“We don’t laugh like that here”

The family dog and a Yunnanese delicacy: Wasp larvae.

The family dog and a local delicacy: Wasp larvae.

One day at the end of September 2013, Q, a friend who’s living in Shangri-la, has invited me to come with her to her hometown Weixi, which is located on the hills of a fertile valley in Western Yunnan and is a 5-hour-drive across steep mountain roads from Shangri-la. Weixi is a city surrounded by mountains which is located in the Weixi Lisu Autonomous County. Not many foreigners make it to this city – usually only those who are on their way to Deqin at the Tibetan border stop here to rest for the night. I’m at a bar-like tea house with my friend Q and a few friends of hers. One of them loves to joke. After he tells a joke, I’m laughing.

He says: “We don’t laugh like that here. Showing your teeth with your mouth open, that’s unheard of.”
I: “But doesn’t Q laugh just like that?”
He: “She’s an exception. We cover our mouth with our hand, so we don’t show our teeth.”
I: “I know about this tradition, but I guess I just don’t care.”
He: “You know why we do that? Because it’s cold here in winter and our teeth will freeze if we don’t cover them with our hand.”

He was so serious all the time that only in the end do I catch on that he’s joking. After that, we all laugh together, showing our teeth.

Has anyone ever told you to cover your mouth with your hand if you’re laughing? I’d love to read about your experiences.

On a side note: I took some gorgeous pictures of the city and the mountains surrounding it while staying at my friend’s place in Weixi, but unfortunately my phone broke on the last day there and almost all of the photos are lost. The only ones I could safe are the ones shown here. The pictures show the family dog and a local delicacy the family prepared for Q grandpa’s birthday– wasp larvae.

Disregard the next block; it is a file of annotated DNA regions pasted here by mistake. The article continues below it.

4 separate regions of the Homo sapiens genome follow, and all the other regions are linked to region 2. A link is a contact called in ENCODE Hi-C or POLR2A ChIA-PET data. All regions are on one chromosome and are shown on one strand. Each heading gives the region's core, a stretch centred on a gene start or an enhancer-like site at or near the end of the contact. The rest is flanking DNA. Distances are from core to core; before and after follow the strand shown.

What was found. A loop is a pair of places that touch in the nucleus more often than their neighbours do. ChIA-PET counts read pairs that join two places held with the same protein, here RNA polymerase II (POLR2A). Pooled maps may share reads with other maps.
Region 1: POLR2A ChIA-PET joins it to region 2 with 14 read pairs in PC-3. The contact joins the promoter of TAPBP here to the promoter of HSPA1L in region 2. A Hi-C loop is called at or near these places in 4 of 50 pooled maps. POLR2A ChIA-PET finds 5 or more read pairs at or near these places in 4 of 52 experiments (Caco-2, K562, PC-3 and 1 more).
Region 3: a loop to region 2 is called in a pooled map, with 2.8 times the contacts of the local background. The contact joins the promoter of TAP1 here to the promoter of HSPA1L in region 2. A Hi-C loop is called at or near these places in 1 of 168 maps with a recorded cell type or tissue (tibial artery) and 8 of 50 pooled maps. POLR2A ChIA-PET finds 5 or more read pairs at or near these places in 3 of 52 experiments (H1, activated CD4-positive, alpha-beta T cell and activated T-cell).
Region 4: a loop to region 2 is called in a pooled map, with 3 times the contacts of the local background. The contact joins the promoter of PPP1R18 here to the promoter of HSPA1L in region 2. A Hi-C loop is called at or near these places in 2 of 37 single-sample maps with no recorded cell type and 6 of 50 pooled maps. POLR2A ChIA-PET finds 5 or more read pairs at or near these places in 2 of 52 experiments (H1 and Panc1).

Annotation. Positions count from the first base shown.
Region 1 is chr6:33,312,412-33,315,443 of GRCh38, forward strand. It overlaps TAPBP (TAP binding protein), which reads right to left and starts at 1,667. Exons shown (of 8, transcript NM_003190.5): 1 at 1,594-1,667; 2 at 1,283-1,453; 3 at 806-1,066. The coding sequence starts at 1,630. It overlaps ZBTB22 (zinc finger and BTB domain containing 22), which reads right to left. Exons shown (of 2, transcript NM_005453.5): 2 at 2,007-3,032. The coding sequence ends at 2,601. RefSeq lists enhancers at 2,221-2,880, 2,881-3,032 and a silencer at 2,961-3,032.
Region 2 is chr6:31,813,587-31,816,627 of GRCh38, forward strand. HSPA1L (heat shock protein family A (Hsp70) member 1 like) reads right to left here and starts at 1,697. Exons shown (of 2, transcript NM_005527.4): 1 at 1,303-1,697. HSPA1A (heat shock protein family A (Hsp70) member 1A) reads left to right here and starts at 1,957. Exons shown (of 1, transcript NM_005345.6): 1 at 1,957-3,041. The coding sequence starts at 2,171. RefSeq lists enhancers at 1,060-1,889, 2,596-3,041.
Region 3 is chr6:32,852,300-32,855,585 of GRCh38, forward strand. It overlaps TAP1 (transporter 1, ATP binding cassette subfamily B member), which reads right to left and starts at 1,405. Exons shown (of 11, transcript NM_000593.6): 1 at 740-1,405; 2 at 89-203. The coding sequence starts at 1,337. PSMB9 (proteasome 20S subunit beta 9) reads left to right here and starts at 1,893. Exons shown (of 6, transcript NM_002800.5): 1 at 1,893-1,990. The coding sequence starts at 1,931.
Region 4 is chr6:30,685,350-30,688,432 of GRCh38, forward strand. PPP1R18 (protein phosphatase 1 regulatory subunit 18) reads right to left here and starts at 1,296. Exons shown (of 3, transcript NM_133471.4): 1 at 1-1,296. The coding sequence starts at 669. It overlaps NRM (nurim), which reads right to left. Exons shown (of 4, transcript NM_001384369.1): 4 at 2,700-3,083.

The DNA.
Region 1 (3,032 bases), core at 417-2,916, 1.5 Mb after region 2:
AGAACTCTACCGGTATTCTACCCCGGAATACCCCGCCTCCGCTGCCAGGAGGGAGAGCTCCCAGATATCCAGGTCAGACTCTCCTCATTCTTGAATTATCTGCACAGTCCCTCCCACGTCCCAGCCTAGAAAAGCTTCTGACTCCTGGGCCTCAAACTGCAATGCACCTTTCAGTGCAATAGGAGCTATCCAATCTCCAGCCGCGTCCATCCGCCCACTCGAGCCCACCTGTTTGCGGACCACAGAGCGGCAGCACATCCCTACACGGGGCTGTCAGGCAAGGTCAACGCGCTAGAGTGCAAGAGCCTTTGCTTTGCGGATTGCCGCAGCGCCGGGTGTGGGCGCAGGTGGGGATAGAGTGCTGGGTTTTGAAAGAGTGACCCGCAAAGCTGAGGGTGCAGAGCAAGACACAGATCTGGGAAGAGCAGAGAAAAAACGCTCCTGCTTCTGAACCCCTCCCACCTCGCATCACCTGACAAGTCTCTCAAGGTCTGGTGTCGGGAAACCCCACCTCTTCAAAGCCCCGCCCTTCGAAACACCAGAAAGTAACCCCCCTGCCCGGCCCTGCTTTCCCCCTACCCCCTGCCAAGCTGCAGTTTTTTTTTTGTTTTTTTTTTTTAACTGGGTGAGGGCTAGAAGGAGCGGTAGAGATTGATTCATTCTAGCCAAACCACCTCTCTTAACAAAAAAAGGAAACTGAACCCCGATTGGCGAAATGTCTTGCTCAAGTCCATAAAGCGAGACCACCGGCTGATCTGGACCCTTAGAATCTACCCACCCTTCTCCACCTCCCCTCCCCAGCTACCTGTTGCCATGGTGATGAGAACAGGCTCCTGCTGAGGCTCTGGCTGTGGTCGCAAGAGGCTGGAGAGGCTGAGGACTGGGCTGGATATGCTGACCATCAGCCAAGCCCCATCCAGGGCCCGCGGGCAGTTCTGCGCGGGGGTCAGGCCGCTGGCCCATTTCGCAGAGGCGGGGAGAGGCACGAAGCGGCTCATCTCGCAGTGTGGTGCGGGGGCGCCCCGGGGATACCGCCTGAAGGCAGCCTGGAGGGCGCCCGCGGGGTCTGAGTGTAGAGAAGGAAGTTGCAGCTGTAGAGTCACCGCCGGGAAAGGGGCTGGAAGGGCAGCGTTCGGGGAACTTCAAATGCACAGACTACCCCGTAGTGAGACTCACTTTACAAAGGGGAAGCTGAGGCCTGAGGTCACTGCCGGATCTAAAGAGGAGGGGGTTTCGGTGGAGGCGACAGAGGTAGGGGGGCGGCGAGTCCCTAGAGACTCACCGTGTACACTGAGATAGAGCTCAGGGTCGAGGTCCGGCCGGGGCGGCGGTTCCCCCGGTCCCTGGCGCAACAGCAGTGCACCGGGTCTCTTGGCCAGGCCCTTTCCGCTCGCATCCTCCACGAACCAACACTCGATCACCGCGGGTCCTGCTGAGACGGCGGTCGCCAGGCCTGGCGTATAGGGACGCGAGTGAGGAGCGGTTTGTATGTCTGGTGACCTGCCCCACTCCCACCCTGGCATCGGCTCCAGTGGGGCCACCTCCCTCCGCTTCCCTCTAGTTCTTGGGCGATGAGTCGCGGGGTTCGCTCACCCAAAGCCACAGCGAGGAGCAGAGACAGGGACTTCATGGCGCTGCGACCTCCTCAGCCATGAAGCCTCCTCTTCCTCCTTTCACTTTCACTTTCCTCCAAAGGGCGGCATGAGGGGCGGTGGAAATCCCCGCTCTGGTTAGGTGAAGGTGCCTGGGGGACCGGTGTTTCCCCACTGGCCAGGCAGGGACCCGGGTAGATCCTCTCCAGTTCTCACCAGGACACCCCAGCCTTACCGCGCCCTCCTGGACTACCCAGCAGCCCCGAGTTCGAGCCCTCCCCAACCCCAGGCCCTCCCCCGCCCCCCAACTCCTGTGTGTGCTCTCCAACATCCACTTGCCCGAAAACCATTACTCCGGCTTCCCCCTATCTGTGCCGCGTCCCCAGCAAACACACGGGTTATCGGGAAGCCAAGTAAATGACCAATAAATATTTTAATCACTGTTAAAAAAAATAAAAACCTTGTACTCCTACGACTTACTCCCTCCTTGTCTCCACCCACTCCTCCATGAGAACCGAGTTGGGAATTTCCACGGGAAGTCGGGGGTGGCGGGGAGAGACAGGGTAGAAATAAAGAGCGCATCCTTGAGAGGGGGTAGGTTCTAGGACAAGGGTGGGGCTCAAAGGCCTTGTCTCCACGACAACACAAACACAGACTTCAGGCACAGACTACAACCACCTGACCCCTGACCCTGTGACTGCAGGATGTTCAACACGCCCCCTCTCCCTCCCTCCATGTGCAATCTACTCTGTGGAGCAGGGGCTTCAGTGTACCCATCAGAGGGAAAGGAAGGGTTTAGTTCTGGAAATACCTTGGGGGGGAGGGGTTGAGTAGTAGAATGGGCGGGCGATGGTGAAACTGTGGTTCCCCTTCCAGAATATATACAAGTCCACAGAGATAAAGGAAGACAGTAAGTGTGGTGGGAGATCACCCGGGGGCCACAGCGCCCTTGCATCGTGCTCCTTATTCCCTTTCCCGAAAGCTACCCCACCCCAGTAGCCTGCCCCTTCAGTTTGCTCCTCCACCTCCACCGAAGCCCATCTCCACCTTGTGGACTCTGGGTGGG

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8 thoughts on ““We don’t laugh like that here”

  1. Too bad about the pictures, but the dog is cute.

    Nobody asked me to cover my mouth when laughing, even as a joke. Isn’t it a feminine thing to do that?

    However, I have picked up the habit of covering my mouth when using a toothpick.

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    • As far as I know in the past it was usually women who were supposed to cover their mouth when laughing. I think it’s a thing of the past, but if it was still common nowadays (and only applicable to women), I’d show my teeth as some kind of protest. I also picked up the covering my mouth when using a toothpick habit.

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  2. The covering of mouth when laughing is a customary thing that women do not just in China. You see this done in Taiwan and especially in Japan, too. I wouldn’t make a big deal out of it as it’s not really a gender inequality or “human rights” issue. It’s just one of those things that men and women do differently, like how men don’t wear skirts (unless you’re Scottish) but women do.

    BTW, did you try the wasp larvae? I read somewhere that scientists are encouraging people to eat more insects as a source of protein because it’s healthier and better for the environment.

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    • Thanks for the explanation, I’ve heard that it’s more common to do this in Japan and in Taiwan than in Mainland China. I didn’t mean to imply that it’s a human rights issue.

      I did eat wasp larvae. We picked out the larvae from the nest together, it took 5 people and 2 hours to finish the work. I’ve read that article too, but I’m not sure people will eat less meat and more wasp larvae or similar protein-rich foods just because of this advice.

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  3. A lot of people in Japan have told me I have a “horse laugh” because I tilt my head back when I laugh fully.
    I used to get sad, but my husband tells me he loves my “horse laugh,” so, well, I guess it’s ok…

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    • I think they taste good. From time to time, my MIL prepares some other protein-rich insects (sorry, don’t know the name) for dinner – those are a delicacy in Northeastern China, but although it’s a completely different kind of insect, I can’t really make out a difference in taste from the wasp larvae.

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